Spurs were finally able to transfer their domestic form to Europe on Tuesday, just about beating inferior opposition without looking remotely convincing.
The reason they won was – not for the first time – Harry Kane. He didn’t play particularly well at the World Cup, but scored six goals. He hasn’t played particularly well in the Premier League, but has scored six goals. He hasn’t played particularly well in the Champions League, but has scored four goals.
When Mauricio Pochettino decided that his huffing-and-puffing team needed freshening up to find a way through the massed defence of a PSV side that had protected for 60 minutes a lead earned after 60 seconds, an objective appraisal of the hour’s play would have made Kane a strong contender to be replaced. Dele Alli, Lucas Moura and Christian Eriksen had all caused PSV more trouble.
Yet the idea would surely never have entered Pochettino’s head. Kane has spent the last six months now demonstrating that even at 60 per cent he remains one of the sport’s most potent threats.
Instead, Pochettino opted to put Fernando Llorente alongside Kane. It was Llorente’s knockdown that created the equaliser, the Spaniard playing Crouch to Kane’s van der Vaart in a touching tribute to Spurs’ memorable 2010/11 Champions League hijinks.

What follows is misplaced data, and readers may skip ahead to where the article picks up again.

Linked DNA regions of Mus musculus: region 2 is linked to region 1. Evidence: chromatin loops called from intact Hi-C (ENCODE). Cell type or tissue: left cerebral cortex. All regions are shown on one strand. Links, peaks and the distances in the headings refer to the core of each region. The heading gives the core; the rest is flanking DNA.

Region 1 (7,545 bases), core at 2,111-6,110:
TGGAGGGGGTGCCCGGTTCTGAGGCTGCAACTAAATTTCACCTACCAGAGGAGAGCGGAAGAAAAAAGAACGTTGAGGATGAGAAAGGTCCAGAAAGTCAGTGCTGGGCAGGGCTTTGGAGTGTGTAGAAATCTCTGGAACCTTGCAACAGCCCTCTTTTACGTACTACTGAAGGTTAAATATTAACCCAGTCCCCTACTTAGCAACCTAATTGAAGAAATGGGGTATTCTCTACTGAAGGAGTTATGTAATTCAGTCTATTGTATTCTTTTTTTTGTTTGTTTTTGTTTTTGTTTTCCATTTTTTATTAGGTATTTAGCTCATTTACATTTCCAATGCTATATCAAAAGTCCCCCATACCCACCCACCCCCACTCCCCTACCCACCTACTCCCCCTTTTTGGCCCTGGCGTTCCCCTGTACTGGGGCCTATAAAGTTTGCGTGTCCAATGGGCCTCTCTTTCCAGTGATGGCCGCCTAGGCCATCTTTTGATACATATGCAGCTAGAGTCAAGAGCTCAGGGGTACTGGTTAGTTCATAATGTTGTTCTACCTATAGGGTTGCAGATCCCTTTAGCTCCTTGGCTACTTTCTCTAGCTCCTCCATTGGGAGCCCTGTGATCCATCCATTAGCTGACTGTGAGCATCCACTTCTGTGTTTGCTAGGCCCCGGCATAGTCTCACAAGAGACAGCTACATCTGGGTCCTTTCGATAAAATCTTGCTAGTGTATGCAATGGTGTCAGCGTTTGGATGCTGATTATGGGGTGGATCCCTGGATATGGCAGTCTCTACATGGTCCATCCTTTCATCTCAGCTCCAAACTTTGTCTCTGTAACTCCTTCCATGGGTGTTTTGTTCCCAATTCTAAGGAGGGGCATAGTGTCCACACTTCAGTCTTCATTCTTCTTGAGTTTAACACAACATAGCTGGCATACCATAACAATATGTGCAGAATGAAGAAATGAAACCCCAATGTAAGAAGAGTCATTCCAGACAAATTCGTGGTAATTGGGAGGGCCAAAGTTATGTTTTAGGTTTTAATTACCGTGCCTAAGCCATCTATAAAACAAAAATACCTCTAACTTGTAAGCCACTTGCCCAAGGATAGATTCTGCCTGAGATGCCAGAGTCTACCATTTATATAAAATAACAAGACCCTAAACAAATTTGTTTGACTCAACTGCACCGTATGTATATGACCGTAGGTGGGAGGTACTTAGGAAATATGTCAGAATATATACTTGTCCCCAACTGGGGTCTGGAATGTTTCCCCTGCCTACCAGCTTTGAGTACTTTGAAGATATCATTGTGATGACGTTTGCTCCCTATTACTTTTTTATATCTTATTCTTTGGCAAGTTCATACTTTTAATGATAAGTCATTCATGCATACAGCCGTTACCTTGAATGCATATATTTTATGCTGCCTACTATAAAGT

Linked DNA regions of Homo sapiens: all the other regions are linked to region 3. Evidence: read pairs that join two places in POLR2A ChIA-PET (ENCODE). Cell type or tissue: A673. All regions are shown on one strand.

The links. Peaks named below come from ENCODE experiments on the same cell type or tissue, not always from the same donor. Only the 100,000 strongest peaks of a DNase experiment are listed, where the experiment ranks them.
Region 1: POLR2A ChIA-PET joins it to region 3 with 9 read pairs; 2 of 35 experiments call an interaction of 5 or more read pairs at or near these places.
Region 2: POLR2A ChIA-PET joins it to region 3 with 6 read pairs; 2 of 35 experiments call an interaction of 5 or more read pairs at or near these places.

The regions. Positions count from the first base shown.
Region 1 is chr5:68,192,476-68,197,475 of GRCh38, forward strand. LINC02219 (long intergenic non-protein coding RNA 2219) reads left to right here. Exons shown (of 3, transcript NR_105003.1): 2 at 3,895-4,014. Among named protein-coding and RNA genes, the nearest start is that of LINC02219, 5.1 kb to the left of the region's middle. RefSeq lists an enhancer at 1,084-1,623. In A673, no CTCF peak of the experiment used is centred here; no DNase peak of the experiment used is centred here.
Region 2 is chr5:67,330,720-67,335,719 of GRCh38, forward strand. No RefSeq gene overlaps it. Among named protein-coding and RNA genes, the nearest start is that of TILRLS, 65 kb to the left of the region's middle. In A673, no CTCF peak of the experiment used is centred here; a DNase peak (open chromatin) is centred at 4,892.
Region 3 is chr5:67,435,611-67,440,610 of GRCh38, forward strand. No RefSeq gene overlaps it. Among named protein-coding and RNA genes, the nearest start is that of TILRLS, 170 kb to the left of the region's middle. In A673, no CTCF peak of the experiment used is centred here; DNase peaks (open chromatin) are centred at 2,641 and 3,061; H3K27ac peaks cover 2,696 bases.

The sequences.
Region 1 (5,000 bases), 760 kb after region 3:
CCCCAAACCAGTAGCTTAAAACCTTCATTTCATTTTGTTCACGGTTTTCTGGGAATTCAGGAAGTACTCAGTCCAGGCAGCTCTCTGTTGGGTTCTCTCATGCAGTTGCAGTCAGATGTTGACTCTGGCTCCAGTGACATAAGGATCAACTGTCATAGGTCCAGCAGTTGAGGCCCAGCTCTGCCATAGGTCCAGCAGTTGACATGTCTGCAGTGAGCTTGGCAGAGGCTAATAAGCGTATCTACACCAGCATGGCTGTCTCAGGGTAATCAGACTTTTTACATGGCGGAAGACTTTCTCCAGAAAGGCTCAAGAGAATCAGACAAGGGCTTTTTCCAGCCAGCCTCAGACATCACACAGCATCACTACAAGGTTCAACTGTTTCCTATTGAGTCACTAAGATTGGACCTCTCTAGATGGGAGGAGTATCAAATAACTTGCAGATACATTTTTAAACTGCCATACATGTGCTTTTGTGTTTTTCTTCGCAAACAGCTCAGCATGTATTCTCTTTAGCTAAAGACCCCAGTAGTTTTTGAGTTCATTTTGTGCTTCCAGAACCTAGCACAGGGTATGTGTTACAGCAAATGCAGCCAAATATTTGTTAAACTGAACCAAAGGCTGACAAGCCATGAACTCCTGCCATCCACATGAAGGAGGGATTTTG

Kane being Kane, he then squeezed a double-deflection header inside the post with 89 minutes on the clock. Because of course he did. Having dropped five points in the closing stages in Milan and Eindhoven, Spurs managed to slightly redress the balance.
— Rio Ferdinand (@rioferdy5) November 6, 2018
Let’s not pretend this win makes everything okay. Kane’s late intervention secured only the bare minimum Spurs needed from the night, and qualification still relies on a credulity-stretching series of results in the final two rounds of matches.
But it has ended a five-match winless run in the competition and avoided the embarrassment of a confirmed exit with two matches still to play. With humiliation now averted, Spurs can at least throw themselves into the last two games with little to fear and nothing to lose.
They’ve all-but guaranteed Europa League football next year which is… something. After another flat night at Wembley where the attendance was capped at 51,000 but didn’t even reach 47,000, it has to be seen as at least something. Europa League football might even be at the new stadium despite the latest massive cock up.
For Kane, though, it extends a remarkable record in Europe’s premier competition. Only Lionel Messi and Edin Dzeko have scored more than his four goals in this year’s competition despite the struggles of his side, and his overall record now stands at 13 goals in 14 games, a goal every 87 minutes; it’s a record unmatched by any player with 10 or more Champions League goals.
It has been a curious time for Kane. After a Golden Boot-winning World Cup that probably slightly lowered his reputation as all but a nerveless and precise penalty-taker, came a goalless performance against Spain that significantly enhanced it.
And he now has 10 goals in 15 Premier League and Champions League games this season, including the winning strikes in Tottenham’s last two games.
Imagine if he starts playing well again.